Florida’s time as a legal sports betting state lasted about as long as one of the state’s mid-afternoon thunderstorms.
Despite a lawsuit, the Seminole Tribe offered sports betting through its mobile app for about three weeks in November-December 2021. U.S. District Judge Dabney Friedrich slammed the brakes on the compact between the Seminole Tribe and the state, forcing the tribe to take its sportsbooks offline.
The defendants filed an appeal, and that is when the rapidly moving situation ground to a standstill, and it looks like it will be at least 18 months before anything of note happens.
Per a tweet from attorney Daniel Wallach, the D.C. Circuit released its schedule for the case. At the earliest, a decision isn’t expected until 2023, with Briefs submitted between August and November 2022.
The D.C. Circuit has announced the following briefing schedule in the Florida tribal compact sports betting case:
8/17 – Appellants' Opening Briefs
10/6 – West Flagler Response
11/14 – Appellants' Reply Brief
+ oral argument will be held (TBA).
No decision until 2023. pic.twitter.com/nO1LUdevfQ
— Daniel Wallach (@WALLACHLEGAL) July 11, 2022
When a decision might be handed down is unclear. Also unclear is who the appellate court will side with, although it is a near certainty the loser will appeal the case to the Supreme Court, further dragging out the situation.
The Peculiar Case of Florida Sports Betting
Florida and the Seminole Tribe took an interesting approach to sports betting. Instead of following the path of other tribal casino states like Michigan, Arizona, and Connecticut and licensing tribes as commercial mobile sports betting operators, Florida decided to authorize mobile sports betting through the compacting process.
The compact brings the legally unresolved issue of “where does a bet take place” into the conversation. Florida and the Seminole Tribe believe that as long as the servers are located on tribal lands, the wager is taking place on tribal lands.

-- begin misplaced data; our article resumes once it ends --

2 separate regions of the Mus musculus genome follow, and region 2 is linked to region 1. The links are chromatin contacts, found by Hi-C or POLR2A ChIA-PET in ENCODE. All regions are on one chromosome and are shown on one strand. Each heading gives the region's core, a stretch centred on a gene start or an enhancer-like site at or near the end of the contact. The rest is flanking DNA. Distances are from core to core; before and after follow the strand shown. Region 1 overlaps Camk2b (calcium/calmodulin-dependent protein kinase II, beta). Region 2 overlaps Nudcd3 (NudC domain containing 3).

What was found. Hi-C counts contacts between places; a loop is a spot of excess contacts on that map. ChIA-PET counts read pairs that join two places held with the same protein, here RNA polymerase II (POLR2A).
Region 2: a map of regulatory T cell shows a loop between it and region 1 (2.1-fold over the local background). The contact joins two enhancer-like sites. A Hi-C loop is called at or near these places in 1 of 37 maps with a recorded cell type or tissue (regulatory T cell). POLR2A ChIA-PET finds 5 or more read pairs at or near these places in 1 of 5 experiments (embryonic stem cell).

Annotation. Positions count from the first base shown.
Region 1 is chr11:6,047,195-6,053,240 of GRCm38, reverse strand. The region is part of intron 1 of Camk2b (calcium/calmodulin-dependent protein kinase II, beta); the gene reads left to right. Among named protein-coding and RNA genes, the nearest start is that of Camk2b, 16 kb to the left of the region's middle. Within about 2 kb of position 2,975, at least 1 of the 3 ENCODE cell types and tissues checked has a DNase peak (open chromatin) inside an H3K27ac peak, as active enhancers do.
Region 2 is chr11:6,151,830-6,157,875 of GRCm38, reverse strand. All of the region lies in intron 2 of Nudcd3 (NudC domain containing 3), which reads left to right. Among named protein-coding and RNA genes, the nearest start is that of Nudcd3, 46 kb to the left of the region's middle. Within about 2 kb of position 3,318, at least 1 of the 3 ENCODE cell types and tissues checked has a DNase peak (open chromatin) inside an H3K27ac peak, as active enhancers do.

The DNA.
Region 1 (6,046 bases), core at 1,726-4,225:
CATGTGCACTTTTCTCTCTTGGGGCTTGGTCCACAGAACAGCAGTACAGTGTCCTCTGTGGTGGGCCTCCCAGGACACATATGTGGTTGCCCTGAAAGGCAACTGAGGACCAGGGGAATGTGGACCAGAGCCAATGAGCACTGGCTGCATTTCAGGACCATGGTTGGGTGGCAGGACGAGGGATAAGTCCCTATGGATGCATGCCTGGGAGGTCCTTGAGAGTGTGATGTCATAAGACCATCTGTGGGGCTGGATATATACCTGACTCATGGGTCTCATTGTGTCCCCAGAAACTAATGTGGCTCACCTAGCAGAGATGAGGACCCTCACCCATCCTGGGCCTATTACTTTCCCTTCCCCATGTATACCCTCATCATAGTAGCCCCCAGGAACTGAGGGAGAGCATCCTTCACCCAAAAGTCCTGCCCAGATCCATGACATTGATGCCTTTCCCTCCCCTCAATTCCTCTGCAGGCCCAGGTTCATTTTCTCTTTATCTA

Judge Friedrich found that argument wanting, saying, “this court cannot accept that fiction,” in the official opinion.
From the start, this approach was seen as problematic. And while the state and tribe point to the Department of Interior approving the compact, that approval comes with a giant asterisk. The DOI didn’t sign off on the agreement. Rather, the compact was “deemed approved” after the DOI let the 45-day review period lapse. The DOI has since filed a statement claiming that Judge Friedrich “erred” in her opinion.
The Many Facets of “Where a Bet Takes Place”
The biggest problem with the Seminole’s argument is that it effectively means there is no need for geofencing. The same argument could be used to argue that a person in New York who places a sports wager through a server in New Jersey is betting in New Jersey. And that logic extends to a person in Alabama, Thailand, or the North Pole.
Effectively, if a bet takes place at the server, anyone around the globe could place a legal bet through any licensed site, as long as the site’s servers are housed in a state that has legalized online gambling. And by extension, offshore sportsbooks operating in locales where betting is legal would no longer be black market operators because the servers are located in a jurisdiction where online betting is legal.
The can of worms doesn’t end there. This interstate betting would call in other U.S. laws, including the Wire Act. Still, the Wire Act (as currently defined) only extends to sports betting, so New Jersey online casinos could conceivably accept wagers from across the country.